Several jockeys were spoken to by senior members of the spread betting firms and the result was that stakes for those believed to be involved were limited. Even so, winning distances remain one of the most popular racing markets with clients and most difficult to mark up for the traders. In broad terms soft or tacky ground means horses tire more easily and winning distances can be larger.
Small fields can also mean bigger winning distances than large handicap fields because there is more chance that the winner will be significantly better than its rivals. There are of course statistics showing typical winning length make-ups on various ground and on various courses. However, if ground conditions are the key to winning distances, then both punters and market-makers face a struggle. Condition descriptions at British racecourses are notoriously vague. What is one man’s soft ground is another man’s bog. Good-to-soft ground may be cloyingly sticky, leaving most horses struggling to move through it.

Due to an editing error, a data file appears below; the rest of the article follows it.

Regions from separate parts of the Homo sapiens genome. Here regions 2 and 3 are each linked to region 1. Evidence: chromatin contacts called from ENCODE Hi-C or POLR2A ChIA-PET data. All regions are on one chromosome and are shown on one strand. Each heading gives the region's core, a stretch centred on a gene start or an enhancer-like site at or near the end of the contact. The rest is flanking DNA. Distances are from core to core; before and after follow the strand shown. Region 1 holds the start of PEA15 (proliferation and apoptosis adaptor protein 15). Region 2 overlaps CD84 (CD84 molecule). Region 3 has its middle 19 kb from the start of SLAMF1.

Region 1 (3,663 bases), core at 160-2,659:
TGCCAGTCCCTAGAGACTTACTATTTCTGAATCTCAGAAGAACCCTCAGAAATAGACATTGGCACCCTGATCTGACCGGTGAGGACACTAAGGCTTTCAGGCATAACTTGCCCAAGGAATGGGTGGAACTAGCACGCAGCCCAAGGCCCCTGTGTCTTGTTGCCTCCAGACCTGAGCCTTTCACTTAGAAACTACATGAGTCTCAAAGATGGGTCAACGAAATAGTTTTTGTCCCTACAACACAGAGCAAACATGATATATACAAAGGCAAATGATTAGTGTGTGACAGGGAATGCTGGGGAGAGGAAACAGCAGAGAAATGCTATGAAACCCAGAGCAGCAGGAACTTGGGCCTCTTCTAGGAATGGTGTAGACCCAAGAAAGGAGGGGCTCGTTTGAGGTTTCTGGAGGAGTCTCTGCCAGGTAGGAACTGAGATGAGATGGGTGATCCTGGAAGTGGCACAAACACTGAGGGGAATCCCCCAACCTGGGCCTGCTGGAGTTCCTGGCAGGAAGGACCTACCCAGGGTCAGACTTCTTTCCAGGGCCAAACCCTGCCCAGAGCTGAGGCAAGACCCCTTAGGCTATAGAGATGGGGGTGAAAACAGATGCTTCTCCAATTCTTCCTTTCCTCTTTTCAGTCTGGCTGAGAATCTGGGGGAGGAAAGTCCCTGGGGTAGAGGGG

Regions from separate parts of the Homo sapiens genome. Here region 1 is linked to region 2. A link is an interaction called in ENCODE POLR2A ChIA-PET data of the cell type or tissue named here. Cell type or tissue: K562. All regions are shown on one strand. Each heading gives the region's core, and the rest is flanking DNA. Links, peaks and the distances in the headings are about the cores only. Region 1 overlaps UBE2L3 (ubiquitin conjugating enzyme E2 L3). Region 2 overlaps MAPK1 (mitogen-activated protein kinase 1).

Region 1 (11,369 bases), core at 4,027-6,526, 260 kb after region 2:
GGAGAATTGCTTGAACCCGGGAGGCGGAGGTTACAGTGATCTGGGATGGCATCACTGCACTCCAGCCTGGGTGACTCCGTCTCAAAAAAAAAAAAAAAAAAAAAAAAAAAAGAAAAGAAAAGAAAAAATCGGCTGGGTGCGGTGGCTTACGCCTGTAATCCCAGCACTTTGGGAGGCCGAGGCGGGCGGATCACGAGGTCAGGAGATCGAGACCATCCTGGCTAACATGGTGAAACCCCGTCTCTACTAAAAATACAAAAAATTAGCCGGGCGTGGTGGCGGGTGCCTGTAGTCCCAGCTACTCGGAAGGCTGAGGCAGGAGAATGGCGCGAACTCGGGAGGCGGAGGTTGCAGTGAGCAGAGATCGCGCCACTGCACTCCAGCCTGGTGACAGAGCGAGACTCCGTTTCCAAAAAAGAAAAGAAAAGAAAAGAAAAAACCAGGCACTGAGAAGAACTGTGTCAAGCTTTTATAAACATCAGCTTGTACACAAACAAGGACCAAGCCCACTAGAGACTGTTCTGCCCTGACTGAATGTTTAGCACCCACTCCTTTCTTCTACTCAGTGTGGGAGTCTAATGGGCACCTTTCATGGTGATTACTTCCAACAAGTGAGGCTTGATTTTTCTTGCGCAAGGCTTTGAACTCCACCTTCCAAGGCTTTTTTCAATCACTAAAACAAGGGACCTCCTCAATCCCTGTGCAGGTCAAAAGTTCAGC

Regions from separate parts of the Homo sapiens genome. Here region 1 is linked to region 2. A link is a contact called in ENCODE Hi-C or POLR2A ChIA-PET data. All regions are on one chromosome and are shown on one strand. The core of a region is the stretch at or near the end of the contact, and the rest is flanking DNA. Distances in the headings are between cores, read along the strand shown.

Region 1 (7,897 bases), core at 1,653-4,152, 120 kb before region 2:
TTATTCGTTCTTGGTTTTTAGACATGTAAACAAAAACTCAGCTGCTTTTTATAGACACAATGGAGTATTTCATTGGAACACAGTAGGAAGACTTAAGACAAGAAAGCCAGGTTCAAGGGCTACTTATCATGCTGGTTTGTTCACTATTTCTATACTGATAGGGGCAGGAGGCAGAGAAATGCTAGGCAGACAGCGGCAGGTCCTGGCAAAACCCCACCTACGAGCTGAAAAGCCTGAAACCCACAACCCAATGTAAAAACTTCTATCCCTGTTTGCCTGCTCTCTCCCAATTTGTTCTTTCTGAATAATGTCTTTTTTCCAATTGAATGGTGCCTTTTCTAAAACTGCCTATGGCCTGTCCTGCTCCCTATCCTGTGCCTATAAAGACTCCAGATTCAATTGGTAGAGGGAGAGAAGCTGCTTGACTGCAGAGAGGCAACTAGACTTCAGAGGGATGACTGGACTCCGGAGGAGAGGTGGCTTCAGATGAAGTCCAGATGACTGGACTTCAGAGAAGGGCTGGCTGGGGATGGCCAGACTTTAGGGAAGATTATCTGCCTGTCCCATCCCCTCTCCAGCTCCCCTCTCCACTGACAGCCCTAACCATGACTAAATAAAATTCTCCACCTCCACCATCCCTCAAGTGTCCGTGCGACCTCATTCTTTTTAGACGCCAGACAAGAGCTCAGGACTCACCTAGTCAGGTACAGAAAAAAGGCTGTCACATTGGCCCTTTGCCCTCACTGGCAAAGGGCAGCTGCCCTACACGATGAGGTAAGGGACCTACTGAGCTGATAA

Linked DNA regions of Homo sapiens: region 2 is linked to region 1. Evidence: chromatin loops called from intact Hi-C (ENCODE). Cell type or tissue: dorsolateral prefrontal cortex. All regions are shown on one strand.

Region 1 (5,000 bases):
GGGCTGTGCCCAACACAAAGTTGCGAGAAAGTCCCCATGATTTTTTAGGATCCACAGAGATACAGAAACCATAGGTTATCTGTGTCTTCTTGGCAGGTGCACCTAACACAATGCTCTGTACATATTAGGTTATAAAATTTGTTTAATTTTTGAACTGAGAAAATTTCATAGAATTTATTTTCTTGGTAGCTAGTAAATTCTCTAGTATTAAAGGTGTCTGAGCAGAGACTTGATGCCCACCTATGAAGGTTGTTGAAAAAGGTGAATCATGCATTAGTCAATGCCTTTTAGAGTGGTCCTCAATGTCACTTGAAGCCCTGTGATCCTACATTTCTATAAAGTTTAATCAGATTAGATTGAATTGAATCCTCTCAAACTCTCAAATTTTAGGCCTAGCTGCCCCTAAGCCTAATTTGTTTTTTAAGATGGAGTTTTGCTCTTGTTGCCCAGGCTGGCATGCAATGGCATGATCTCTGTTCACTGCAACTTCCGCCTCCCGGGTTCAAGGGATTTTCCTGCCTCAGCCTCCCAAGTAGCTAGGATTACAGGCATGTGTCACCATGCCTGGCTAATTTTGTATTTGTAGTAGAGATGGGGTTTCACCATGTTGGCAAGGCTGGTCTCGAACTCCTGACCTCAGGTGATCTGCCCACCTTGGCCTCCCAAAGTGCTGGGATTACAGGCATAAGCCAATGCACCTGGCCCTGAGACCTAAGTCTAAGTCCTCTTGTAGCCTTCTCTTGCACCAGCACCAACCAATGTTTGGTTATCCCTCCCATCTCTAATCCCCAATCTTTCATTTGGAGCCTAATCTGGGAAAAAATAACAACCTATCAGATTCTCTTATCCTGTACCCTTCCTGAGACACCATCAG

Good ground may be much faster than it should be, with the whole field coming home together. ‘It is very much a feel price for traders and it is the only market where I might look at statistics,’ says Scott Salkeld, racing trader at Spreadex. The problem came to a head when several firms received a run of bets selling winning distances at a series of low-quality, low-profile evening meetings. The allegation was that winning horses were being deliberately pulled up towards the line after connections had sold lengths.